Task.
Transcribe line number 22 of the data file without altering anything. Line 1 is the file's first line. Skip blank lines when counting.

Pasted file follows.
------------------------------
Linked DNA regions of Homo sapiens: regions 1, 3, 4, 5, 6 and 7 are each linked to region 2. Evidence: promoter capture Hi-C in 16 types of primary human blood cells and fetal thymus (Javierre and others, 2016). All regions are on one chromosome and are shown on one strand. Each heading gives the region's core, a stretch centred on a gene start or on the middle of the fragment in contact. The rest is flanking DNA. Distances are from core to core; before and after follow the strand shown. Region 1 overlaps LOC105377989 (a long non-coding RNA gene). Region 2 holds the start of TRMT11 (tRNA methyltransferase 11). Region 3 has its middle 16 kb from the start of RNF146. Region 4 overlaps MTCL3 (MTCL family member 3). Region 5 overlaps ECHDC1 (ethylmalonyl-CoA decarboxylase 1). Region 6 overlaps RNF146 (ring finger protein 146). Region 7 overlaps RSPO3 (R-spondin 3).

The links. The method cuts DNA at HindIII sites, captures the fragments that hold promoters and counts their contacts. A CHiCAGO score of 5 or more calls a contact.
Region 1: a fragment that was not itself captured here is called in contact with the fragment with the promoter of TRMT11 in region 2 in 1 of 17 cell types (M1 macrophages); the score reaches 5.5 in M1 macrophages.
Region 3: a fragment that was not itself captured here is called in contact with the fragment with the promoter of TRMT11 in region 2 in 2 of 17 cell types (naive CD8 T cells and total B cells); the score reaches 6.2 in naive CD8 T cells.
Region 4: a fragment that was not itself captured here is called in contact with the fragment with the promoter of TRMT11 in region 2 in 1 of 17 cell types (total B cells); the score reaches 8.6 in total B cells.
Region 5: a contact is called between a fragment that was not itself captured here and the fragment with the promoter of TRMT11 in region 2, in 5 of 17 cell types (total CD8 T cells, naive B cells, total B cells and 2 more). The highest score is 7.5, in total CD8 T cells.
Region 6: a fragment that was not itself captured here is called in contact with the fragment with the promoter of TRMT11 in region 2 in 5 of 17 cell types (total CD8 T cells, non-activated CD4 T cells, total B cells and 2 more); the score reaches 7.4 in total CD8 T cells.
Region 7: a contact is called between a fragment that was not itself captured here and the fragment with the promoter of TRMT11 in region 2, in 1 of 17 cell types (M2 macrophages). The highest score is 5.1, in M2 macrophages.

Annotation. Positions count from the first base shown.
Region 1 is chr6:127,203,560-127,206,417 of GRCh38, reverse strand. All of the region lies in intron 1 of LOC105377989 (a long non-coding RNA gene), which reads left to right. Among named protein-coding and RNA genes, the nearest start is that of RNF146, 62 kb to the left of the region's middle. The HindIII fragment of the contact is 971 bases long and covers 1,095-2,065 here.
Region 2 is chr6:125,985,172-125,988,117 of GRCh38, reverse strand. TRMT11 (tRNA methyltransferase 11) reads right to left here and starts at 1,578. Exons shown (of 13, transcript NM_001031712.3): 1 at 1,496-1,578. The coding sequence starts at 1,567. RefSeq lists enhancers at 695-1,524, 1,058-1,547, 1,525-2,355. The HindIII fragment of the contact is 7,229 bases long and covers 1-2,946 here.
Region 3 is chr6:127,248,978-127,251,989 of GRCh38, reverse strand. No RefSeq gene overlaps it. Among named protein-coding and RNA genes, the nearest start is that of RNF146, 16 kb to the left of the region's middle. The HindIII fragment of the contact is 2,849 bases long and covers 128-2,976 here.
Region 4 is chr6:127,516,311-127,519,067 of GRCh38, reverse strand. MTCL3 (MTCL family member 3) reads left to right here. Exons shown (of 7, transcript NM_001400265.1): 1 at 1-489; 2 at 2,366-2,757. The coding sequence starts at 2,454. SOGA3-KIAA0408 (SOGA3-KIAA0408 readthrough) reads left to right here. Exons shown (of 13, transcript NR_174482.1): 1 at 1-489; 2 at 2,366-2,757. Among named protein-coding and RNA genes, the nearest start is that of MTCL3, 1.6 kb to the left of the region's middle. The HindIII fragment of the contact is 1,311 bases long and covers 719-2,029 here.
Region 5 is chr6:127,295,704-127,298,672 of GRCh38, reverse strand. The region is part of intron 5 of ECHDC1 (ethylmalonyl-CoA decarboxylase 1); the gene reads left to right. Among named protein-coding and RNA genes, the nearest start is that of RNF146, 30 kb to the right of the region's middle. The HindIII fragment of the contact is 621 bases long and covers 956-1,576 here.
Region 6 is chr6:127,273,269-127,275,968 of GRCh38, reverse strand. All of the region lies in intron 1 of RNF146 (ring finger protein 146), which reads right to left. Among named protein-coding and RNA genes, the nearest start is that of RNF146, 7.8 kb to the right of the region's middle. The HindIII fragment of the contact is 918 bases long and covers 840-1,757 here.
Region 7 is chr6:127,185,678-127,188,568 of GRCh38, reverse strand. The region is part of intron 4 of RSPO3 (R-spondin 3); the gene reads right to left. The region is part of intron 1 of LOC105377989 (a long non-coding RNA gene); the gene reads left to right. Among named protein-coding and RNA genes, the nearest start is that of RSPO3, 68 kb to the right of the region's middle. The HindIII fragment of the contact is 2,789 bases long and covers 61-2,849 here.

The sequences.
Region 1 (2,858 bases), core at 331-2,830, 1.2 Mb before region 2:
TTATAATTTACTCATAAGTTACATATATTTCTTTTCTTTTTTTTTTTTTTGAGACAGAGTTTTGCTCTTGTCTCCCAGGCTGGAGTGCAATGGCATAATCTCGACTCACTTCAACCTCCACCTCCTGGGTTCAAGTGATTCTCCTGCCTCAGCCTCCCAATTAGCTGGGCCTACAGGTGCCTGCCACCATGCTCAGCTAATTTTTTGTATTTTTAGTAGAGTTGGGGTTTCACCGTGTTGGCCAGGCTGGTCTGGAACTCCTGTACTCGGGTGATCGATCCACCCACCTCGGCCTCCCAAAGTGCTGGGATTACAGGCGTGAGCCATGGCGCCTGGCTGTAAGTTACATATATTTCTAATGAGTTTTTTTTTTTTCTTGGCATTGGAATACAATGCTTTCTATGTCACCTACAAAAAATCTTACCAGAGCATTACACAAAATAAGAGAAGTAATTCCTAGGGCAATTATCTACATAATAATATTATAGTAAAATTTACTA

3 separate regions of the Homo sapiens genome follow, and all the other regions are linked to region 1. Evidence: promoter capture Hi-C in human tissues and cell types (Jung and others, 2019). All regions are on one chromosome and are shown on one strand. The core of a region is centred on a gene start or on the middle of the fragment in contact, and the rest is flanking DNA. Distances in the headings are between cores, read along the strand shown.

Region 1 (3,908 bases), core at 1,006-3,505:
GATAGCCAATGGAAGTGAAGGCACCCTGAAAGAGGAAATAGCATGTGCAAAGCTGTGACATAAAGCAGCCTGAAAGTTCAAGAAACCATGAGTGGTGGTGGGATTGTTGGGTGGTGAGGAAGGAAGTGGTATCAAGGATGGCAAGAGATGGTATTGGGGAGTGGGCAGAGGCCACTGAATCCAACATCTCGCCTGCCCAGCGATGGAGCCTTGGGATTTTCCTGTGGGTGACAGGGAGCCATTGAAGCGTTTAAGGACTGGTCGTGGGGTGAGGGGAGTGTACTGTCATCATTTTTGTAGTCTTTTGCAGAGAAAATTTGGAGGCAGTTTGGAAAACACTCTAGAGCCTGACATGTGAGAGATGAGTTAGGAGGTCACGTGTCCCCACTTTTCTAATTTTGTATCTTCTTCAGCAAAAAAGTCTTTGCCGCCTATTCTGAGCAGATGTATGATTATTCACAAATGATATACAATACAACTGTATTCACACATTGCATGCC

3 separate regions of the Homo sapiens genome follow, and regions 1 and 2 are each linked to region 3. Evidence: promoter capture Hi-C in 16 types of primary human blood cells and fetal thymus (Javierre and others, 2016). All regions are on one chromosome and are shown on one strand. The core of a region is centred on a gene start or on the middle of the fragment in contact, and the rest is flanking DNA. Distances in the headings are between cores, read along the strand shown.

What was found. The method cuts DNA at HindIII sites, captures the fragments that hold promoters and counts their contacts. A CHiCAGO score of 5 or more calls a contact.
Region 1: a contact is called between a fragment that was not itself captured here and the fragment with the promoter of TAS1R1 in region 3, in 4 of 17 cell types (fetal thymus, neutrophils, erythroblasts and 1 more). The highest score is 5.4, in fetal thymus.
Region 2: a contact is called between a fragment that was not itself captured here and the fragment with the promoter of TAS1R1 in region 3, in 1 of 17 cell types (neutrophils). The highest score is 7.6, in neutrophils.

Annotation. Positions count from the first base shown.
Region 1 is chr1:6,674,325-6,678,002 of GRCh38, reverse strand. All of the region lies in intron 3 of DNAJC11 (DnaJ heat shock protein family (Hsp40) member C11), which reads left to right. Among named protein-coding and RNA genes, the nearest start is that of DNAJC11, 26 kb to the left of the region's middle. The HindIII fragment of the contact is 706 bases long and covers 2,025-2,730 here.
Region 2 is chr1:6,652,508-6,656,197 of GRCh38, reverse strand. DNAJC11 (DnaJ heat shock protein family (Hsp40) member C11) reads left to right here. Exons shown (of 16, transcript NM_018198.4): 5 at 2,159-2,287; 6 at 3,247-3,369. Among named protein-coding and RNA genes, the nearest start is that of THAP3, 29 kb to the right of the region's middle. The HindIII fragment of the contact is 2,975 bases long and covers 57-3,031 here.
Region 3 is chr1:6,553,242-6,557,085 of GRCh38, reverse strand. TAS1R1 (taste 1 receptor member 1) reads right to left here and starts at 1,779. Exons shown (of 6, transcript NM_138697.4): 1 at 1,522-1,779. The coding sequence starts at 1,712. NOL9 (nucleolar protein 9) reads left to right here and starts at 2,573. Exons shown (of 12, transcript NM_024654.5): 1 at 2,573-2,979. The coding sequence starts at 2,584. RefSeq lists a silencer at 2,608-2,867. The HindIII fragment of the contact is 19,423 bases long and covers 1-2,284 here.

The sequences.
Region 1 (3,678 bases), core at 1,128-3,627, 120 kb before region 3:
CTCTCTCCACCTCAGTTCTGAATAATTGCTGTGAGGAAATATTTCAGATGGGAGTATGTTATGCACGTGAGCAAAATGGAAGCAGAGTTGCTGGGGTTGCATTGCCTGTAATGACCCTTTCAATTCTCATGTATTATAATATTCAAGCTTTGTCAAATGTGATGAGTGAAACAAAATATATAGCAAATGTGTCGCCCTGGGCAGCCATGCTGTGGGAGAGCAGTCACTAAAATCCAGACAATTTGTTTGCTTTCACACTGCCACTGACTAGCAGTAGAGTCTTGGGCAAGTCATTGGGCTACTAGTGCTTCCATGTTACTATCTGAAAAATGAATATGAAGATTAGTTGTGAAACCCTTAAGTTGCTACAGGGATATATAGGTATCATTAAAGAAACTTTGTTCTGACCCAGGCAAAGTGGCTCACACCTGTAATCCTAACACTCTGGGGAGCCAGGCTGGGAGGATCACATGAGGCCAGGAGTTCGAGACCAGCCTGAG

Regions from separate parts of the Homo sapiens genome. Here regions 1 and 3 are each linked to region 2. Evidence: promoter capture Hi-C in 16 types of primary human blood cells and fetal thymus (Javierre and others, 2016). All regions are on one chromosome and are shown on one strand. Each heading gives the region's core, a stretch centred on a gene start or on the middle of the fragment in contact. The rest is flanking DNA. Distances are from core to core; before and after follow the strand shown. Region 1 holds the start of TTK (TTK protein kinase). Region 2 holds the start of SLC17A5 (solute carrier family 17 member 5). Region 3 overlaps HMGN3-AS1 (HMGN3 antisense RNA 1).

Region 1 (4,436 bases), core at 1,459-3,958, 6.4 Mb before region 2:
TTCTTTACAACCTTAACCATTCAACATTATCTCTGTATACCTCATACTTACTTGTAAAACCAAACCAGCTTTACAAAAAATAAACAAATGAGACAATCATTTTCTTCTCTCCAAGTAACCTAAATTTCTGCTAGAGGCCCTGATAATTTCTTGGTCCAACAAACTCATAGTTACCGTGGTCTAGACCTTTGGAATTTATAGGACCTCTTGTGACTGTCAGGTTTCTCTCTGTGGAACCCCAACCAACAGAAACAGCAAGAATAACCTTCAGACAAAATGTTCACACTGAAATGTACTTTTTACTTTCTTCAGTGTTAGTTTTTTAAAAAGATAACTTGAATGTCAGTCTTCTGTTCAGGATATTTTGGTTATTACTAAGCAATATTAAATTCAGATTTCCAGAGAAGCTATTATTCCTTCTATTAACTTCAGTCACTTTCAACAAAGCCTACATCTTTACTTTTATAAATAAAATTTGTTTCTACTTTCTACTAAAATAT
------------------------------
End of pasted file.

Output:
GATAGCCAATGGAAGTGAAGGCACCCTGAAAGAGGAAATAGCATGTGCAAAGCTGTGACATAAAGCAGCCTGAAAGTTCAAGAAACCATGAGTGGTGGTGGGATTGTTGGGTGGTGAGGAAGGAAGTGGTATCAAGGATGGCAAGAGATGGTATTGGGGAGTGGGCAGAGGCCACTGAATCCAACATCTCGCCTGCCCAGCGATGGAGCCTTGGGATTTTCCTGTGGGTGACAGGGAGCCATTGAAGCGTTTAAGGACTGGTCGTGGGGTGAGGGGAGTGTACTGTCATCATTTTTGTAGTCTTTTGCAGAGAAAATTTGGAGGCAGTTTGGAAAACACTCTAGAGCCTGACATGTGAGAGATGAGTTAGGAGGTCACGTGTCCCCACTTTTCTAATTTTGTATCTTCTTCAGCAAAAAAGTCTTTGCCGCCTATTCTGAGCAGATGTATGATTATTCACAAATGATATACAATACAACTGTATTCACACATTGCATGCC